Britain's first national postal strike began at midnight tonight (Tuesday) threatening to cripple mail deliveries and disrupt telephone, telegraph and telex services at home and abroad.
SV Post Office workers sorting mail.
SV Mail collected from pigeon holes.
SV Pirate post pamphlets handed out.
SV Letters collected by pirates (2 shots)
SV Mail being sorted (3 shots)
SV & CU Emergency stamps placed on letters (4 shots)
CU ZOOM to SV.... message attached to pigeons claw (2 shots)
SV & CU Pigeon released (2 shots)
LV PAN Pigeon flies away.
Initials JMR/BOB/CO/3.43 JMR/BOB/CO/4.26
Script is copyright Reuters Limited. All rights reserved
Background: Britain's first national postal strike began at midnight tonight (Tuesday) threatening to cripple mail deliveries and disrupt telephone, telegraph and telex services at home and abroad. But many Britons are using their initiative to see that the mail gets through.
With the traditional British flair for improvisation in adversity, a network of 'pirate" postal services has sprung up to Keep the letters flowing.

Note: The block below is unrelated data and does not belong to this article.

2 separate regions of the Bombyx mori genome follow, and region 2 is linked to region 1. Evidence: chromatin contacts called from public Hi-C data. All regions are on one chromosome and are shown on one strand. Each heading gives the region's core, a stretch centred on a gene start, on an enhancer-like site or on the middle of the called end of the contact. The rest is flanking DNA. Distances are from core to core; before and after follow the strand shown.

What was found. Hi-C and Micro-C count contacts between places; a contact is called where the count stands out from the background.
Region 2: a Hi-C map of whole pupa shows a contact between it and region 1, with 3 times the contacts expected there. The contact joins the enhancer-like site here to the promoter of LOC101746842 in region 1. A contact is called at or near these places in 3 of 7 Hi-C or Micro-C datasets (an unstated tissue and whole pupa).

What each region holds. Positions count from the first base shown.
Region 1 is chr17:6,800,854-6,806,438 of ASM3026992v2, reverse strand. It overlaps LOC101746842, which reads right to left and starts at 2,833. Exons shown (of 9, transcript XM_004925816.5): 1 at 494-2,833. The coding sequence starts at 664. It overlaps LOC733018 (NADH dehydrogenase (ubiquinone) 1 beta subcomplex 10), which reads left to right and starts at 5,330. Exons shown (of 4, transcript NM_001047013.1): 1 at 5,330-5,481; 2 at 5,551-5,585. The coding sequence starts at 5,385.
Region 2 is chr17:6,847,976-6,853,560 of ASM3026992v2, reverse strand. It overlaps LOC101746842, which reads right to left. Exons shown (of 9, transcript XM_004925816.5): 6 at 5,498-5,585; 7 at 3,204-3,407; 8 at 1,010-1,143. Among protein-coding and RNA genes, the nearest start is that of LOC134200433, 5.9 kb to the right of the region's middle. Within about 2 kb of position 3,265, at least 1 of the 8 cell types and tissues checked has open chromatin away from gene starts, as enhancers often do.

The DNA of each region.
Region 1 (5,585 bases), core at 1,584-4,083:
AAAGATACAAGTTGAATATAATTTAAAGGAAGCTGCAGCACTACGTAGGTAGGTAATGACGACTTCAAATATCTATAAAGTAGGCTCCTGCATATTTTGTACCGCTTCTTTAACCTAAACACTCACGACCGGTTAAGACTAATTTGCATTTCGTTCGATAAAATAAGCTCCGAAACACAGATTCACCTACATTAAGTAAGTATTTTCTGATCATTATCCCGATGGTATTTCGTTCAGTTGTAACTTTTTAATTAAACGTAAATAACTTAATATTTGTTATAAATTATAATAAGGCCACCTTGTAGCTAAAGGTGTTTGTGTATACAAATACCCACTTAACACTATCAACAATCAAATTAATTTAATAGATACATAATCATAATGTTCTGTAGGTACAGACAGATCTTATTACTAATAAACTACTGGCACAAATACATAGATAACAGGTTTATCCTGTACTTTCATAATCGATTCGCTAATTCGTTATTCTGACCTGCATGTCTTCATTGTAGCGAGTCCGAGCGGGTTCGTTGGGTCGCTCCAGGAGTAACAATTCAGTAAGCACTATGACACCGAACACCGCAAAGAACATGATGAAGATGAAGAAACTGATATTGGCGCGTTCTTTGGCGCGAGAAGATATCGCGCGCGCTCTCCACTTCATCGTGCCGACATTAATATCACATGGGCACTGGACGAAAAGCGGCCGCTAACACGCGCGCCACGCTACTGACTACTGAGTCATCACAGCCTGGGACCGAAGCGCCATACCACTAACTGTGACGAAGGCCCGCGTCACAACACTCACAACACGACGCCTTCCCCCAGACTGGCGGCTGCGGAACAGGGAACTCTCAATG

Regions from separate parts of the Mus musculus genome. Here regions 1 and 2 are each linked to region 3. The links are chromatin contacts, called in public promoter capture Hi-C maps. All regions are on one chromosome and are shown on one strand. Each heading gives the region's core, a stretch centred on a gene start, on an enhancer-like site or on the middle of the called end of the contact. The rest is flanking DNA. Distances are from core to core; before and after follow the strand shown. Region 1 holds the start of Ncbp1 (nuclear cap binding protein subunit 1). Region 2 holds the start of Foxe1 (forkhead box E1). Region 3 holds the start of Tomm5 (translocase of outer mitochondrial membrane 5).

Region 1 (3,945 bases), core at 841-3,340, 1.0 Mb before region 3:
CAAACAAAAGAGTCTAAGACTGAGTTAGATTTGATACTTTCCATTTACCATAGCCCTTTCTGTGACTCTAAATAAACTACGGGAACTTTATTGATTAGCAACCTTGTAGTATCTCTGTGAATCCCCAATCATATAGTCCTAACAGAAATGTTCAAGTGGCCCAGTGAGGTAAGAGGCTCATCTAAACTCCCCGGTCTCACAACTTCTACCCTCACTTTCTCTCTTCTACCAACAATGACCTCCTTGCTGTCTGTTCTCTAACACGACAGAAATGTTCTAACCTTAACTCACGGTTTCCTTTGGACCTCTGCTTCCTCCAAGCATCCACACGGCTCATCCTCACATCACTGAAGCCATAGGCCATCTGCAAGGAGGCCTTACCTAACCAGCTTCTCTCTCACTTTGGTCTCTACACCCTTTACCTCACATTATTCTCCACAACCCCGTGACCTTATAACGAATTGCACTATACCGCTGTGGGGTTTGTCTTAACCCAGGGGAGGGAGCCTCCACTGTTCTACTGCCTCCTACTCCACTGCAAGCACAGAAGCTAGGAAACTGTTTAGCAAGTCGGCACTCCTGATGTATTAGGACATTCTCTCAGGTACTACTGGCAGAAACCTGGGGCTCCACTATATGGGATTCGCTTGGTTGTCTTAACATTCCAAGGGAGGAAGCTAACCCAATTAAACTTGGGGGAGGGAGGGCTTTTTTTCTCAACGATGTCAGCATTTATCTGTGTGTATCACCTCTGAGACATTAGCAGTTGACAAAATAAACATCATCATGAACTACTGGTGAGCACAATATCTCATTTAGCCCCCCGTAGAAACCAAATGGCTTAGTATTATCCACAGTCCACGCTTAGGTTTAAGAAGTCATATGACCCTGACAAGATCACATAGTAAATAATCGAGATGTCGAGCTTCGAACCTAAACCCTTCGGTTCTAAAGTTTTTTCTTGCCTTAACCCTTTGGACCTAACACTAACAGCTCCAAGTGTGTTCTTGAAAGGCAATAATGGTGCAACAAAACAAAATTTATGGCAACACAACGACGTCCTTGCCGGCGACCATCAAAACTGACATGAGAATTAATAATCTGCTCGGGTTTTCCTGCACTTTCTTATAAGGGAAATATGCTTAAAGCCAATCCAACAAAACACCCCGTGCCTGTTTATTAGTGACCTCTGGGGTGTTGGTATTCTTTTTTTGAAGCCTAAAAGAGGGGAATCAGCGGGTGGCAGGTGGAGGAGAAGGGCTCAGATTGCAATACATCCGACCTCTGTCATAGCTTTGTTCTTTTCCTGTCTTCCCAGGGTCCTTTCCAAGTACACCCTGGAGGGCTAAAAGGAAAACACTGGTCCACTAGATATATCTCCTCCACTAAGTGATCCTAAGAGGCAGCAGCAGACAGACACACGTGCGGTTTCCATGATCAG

In Central London, a Chelsea builder has organised a sophisticated postal service and his employees have been out at busy centres, distributing leaflets explaining it all. Collecting points have been set up with plastic sacks to take the mail. The letters are then sorted according to postal districts. It all looks very professional and the first-day covers could prove as attractive to stamp collectors as the official ones. The charge is two shillings a time for letters to London destinations and up to seven shillings for the Continent of Europe. Similar services have been set up in many other towns.
An international firm of insurance brokers has arranged for a man to fly from London to Paris every day. His job is to pick up messages telexed to the French capital from the British firm's clients all over the world.
Perhaps the strangest way to beat the strike is by Concorde-that's the name of a homing pigeon that is providing an airmail service between a printing firm in Devon and its factory in Buckinghamshire. Even if the delivery is not supersonic, the firm says that Concorde and 40 other pigeons will deliver the messages at top speed - on microfilm.